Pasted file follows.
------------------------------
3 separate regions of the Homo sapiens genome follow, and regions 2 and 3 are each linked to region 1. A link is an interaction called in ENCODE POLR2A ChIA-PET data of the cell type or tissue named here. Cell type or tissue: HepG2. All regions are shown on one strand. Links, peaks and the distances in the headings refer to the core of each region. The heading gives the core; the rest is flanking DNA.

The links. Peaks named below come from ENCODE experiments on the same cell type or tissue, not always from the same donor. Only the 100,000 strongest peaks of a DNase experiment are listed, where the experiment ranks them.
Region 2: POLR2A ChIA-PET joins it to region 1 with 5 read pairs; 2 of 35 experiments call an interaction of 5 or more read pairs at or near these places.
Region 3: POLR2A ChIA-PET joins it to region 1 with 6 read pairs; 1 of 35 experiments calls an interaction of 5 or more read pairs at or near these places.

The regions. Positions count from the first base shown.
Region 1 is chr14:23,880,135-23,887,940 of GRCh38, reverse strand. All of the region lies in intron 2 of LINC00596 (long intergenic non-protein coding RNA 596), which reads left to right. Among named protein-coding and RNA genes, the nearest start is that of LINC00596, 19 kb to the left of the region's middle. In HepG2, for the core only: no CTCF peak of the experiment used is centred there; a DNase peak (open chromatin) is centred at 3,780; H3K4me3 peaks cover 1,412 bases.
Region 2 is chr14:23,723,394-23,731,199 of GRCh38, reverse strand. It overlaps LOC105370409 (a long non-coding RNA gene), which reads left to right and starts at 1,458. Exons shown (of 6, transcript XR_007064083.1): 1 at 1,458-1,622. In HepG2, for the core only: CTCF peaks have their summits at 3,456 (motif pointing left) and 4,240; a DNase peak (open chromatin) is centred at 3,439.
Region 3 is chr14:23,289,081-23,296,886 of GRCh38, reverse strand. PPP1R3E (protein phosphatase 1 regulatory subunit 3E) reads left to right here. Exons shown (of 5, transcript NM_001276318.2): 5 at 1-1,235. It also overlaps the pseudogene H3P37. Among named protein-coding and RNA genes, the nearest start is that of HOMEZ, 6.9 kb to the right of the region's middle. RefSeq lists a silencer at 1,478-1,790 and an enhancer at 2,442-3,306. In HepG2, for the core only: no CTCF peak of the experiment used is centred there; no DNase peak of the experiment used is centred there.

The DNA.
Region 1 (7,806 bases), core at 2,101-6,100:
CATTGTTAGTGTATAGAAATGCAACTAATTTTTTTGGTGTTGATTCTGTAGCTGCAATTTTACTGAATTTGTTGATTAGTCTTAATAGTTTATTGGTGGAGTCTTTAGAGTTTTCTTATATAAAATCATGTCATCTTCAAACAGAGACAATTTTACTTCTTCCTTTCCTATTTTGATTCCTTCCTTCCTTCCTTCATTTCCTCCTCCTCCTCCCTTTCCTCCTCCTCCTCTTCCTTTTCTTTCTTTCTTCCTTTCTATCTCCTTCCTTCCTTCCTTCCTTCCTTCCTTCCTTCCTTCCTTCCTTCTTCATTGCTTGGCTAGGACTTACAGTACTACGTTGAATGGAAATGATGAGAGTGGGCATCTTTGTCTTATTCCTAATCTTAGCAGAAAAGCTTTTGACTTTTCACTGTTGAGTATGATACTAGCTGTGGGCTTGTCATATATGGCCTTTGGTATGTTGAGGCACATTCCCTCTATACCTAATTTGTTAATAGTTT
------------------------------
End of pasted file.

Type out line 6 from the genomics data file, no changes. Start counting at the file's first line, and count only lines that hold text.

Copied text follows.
Region 1 is chr14:23,880,135-23,887,940 of GRCh38, reverse strand. All of the region lies in intron 2 of LINC00596 (long intergenic non-protein coding RNA 596), which reads left to right. Among named protein-coding and RNA genes, the nearest start is that of LINC00596, 19 kb to the left of the region's middle. In HepG2, for the core only: no CTCF peak of the experiment used is centred there; a DNase peak (open chromatin) is centred at 3,780; H3K4me3 peaks cover 1,412 bases.